Appleton's Cyclopedia of American Biography, edited by James
Grant Wilson, John Fiske and Stanley L. Klos. Six volumes, New York: D. Appleton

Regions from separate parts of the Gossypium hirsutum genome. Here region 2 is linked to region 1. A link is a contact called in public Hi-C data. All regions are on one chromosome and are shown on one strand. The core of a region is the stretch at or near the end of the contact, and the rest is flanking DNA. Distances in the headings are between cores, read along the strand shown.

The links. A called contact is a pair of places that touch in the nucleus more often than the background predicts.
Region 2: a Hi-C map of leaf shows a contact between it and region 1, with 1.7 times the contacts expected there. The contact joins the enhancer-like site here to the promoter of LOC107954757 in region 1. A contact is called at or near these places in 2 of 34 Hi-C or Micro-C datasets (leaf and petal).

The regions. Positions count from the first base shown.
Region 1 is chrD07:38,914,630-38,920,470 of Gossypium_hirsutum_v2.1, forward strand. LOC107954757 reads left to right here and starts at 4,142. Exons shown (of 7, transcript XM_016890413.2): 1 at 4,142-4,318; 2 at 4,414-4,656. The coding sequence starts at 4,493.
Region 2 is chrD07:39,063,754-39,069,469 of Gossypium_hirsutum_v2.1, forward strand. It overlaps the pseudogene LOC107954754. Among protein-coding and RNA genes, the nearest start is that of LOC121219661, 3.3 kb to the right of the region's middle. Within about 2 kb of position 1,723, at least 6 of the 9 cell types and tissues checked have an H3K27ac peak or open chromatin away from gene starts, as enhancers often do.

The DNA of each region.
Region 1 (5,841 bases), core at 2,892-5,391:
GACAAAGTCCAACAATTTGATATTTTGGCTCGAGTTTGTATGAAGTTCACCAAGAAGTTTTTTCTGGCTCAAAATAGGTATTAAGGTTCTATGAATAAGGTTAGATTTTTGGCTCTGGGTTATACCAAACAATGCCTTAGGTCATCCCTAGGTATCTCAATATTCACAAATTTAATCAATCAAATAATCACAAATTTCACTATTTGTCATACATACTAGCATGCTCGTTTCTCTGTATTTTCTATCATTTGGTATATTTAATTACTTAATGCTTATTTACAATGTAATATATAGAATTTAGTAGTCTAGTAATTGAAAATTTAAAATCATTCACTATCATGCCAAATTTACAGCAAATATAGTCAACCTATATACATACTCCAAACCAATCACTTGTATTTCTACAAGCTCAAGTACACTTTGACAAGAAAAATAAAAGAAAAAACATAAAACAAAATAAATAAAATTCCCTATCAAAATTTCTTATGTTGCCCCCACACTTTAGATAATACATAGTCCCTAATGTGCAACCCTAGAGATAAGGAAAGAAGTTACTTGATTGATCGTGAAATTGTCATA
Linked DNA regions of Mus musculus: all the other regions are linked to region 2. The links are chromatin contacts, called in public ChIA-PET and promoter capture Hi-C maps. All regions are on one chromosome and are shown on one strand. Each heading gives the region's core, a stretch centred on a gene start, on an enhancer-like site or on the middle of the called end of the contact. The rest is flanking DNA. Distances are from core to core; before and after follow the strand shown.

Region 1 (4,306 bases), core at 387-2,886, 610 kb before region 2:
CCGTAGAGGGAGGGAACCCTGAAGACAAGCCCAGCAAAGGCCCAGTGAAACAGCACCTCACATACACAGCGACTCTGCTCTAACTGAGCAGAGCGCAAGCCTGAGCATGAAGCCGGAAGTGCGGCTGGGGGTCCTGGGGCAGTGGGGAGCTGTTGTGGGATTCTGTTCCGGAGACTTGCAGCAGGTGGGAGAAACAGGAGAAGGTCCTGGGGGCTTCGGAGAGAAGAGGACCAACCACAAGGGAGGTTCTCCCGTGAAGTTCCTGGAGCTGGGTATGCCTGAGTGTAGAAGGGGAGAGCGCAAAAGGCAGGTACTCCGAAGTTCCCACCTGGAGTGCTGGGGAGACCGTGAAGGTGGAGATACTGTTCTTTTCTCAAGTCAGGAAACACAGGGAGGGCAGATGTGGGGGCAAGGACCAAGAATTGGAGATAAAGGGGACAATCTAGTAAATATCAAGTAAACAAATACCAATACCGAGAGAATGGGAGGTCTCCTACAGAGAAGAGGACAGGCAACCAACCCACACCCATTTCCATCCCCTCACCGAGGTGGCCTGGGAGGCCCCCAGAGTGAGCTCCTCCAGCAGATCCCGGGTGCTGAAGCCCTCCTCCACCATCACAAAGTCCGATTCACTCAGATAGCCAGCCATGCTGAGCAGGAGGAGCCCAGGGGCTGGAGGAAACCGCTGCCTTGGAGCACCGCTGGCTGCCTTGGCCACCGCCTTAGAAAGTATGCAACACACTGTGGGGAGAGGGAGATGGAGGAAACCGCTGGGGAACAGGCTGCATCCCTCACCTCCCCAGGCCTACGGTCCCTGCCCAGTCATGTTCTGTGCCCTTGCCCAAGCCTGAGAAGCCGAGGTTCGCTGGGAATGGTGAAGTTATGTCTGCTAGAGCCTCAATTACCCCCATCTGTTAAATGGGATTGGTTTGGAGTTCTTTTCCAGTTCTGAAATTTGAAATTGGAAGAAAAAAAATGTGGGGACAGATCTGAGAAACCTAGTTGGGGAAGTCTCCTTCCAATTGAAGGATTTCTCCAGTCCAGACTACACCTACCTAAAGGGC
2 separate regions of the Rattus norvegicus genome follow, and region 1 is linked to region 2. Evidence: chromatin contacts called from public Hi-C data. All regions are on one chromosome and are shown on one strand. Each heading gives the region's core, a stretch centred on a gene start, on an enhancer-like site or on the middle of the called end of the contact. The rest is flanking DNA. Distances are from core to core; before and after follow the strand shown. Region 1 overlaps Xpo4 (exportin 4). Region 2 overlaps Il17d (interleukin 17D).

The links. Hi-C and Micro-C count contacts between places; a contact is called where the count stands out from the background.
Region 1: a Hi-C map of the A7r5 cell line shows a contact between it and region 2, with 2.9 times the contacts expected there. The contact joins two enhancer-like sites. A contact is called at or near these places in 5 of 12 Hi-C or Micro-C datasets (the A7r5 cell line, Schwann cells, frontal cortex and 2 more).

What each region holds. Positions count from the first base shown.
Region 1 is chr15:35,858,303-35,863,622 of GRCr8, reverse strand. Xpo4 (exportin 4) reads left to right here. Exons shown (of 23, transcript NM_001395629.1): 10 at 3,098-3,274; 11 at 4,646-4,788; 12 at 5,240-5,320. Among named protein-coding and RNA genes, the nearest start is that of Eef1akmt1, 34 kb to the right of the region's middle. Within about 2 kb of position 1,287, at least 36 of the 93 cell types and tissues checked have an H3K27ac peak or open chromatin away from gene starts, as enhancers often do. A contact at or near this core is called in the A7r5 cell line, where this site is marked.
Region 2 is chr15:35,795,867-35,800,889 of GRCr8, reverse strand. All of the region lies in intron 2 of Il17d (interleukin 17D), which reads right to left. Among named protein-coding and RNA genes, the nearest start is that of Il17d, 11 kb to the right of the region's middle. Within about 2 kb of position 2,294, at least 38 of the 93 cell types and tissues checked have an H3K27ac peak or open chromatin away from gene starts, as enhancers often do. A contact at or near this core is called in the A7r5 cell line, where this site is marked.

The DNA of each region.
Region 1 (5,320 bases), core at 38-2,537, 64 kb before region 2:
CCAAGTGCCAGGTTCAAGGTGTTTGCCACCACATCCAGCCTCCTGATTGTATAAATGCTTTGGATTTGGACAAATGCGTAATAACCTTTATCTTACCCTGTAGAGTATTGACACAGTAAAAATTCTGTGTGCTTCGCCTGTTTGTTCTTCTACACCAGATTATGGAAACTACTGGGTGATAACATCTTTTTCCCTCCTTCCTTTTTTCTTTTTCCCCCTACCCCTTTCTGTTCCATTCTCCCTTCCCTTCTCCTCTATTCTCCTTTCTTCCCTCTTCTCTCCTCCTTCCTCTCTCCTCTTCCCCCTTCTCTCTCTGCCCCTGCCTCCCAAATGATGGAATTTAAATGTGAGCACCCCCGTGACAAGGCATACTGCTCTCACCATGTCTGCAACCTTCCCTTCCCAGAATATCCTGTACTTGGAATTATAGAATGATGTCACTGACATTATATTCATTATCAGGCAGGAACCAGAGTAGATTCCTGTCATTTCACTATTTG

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HUTCHISON, Joseph Chrislnan, physician, born in Old Franklin, Howard County, Maine, 22 February, 1822; died in Brooklyn, New York, 16 July, 1887. He studied at the University of Missouri, and was graduated in medicine at the University of Pennsylvania in 1848. He then practised four years in Missouri, and in 1852 settled in Brooklyn, where he remained until his death. He was surgeon to the Brooklyn city hospital from 1857 till his death, for several years was surgeon-in-chief to the Brooklyn orthopaedic infirmary. In 1854-'6 he was lecturer on diseases of women in the New York university. During the cholera epidemic of 1854 he was surgeon to the Brooklyn cholera hospital. From 1860 till 1867 he was professor of operative and clinical surgery in Long Island college hospital, and from 1873 till 1875 he was health commissioner of Brooklyn. He was a delegate from the American medical association to the International medical congress at Paris in 1867, was vice president of the New York academy of medicine from 1869 till he became president in 1871, a delegate to the British medical association in Edinburgh in 1875, to that held in London in 1881 and was a member of various medical associations. The University of Missouri gave him the degree of LL. D. in 1880. Among his most important publications are "History and Observations on Asiatic Cholera in Brooklyn, New York, in 1854" (New York, 1854); "Dislocation of the Femur into the Ischiatic Notch"; "Treatise on Physiology and Hygiene" for schools (1870); "Contributions to Orthopaedic Surgery" (1880); and "Acupressure," a prize essay of the New York state medical society.
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